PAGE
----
Whenever I thought about my perfect back yard deck I saw the pergola we built, but I had a vision of the perfect lighting.  The lights that I wanted unfortunately are impossible to find in my small town.  And while I like to order things online I was afraid to order something like this.  What if it wasn’t perfect?  After all I had settled on several different types of string lights only to take them down and return them.

Then at Target I found them.  The perfect lights I had drooled about on TV shows, magazines, blogs, and well Olive Garden.  Just light bulbs on a string.

We ended up buying 4 strands of lights and that was the perfect amount.

Before we got the siding we wired new plug-ins outside. Wolfy hooked up power for the flood light and then right next to it there is two outlets. The flood light and the outlets are on separate switches so they can be turned on independently.

Hanging the lights was simple. I used  wire clips that we had left over from running electric lines for the fans upstairs. They are padded and keep the wire safe and secure.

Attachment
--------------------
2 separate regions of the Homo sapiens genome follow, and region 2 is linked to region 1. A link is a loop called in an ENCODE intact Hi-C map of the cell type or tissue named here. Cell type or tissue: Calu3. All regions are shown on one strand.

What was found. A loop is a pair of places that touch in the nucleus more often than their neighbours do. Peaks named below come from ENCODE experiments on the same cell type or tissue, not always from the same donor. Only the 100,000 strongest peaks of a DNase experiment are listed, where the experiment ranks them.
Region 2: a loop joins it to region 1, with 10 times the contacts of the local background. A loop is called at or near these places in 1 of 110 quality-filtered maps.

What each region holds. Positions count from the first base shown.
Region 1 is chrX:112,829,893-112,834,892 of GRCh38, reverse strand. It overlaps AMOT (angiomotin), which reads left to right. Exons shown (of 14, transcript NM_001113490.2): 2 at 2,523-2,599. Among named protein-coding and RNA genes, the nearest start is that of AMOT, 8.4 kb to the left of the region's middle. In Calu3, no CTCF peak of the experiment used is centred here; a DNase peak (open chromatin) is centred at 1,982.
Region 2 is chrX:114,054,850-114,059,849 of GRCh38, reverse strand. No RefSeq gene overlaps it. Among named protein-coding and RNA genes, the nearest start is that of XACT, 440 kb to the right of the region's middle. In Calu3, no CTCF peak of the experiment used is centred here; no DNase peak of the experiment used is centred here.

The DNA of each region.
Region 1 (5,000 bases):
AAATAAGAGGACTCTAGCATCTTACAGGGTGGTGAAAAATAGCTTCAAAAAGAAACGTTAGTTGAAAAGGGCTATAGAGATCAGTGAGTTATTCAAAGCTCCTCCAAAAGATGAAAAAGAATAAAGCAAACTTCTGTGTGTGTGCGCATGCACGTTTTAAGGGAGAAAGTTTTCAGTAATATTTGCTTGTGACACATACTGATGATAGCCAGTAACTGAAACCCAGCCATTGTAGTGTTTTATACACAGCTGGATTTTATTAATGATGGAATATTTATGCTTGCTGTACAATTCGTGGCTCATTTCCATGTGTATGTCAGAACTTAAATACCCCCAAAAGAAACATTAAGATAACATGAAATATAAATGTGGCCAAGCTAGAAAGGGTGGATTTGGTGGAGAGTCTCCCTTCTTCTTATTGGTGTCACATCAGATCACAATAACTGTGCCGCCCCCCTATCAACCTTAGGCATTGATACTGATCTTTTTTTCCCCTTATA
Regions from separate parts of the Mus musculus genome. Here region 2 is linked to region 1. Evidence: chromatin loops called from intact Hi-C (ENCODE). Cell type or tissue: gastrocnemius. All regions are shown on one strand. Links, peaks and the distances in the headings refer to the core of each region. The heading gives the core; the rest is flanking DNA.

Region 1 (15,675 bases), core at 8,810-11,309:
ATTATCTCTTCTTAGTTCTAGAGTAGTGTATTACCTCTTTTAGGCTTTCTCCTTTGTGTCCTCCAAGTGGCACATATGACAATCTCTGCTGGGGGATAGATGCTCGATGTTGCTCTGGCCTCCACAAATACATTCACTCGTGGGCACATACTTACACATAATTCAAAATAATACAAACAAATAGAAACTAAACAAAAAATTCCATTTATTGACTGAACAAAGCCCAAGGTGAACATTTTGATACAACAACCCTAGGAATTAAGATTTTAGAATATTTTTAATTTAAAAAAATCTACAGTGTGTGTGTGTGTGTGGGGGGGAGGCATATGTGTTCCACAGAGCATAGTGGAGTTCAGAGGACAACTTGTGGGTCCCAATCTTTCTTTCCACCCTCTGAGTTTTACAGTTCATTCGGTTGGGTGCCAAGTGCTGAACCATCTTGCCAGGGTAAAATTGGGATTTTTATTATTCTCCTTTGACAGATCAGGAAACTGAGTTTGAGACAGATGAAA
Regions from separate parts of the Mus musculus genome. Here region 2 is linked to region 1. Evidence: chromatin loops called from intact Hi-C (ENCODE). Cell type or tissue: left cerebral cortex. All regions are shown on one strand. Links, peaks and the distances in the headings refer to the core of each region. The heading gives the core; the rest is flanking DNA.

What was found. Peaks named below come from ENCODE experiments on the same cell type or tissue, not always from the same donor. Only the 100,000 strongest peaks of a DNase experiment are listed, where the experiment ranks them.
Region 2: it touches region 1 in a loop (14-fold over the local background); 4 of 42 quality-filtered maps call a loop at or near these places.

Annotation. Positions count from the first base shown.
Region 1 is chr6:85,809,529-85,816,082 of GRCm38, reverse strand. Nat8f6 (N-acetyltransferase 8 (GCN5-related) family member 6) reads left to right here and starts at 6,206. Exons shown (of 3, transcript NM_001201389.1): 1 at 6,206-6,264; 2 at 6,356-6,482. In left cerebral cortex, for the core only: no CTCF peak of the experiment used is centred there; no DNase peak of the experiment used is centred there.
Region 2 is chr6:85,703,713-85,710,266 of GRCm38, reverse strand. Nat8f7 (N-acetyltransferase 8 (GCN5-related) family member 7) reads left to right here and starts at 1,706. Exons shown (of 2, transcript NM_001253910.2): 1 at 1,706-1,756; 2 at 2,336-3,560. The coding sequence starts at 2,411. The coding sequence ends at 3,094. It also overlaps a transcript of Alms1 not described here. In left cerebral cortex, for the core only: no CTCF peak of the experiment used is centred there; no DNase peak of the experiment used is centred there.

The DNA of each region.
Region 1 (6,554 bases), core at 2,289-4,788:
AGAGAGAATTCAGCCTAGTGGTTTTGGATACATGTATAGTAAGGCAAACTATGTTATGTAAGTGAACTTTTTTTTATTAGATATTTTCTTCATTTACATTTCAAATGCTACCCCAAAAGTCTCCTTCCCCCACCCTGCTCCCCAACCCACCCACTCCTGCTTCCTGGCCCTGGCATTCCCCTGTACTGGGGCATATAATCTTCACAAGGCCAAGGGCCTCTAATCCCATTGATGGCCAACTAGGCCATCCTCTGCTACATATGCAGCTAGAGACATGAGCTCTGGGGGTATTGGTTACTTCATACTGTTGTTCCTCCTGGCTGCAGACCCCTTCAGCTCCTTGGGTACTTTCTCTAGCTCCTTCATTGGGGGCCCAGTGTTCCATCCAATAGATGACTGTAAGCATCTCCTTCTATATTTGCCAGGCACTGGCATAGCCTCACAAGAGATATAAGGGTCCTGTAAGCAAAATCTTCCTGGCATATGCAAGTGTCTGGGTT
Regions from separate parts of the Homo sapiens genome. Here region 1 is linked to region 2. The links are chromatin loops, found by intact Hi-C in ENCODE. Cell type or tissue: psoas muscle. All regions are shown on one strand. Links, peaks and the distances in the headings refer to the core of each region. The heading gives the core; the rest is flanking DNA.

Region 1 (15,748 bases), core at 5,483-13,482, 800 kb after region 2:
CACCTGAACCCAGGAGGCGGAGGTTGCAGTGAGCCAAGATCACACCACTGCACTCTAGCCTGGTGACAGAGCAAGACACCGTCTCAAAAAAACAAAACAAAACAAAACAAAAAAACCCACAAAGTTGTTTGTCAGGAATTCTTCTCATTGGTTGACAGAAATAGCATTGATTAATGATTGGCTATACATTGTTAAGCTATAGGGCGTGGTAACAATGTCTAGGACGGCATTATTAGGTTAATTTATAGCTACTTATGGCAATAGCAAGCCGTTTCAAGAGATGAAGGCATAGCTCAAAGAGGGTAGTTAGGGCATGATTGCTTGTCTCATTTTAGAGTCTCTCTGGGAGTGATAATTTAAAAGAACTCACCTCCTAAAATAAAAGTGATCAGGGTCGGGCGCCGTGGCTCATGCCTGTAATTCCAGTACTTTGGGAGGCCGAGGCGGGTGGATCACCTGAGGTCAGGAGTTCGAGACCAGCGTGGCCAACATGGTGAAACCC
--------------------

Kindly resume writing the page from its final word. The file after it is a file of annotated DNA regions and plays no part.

A word of warning – be very careful while hanging these lights. The glass globes are super thin. I broke two. Thankfully 4 strings was just a touch too long (not a lot only about a foot) so I was able to remove the broken blubs and use the two “extra” lights from the end. I would love to find spare bulbs, but at $10 for the string, I may just buy another string and swap out as necessary. I would have really loved it these were LED instead.

Anyone else have a Goldilocks moment with something so simple as lighting?

 

Other Outside Projects

back deck painted garage fron deck door knocker outdoor wedding slider-seating-makeover seemless siding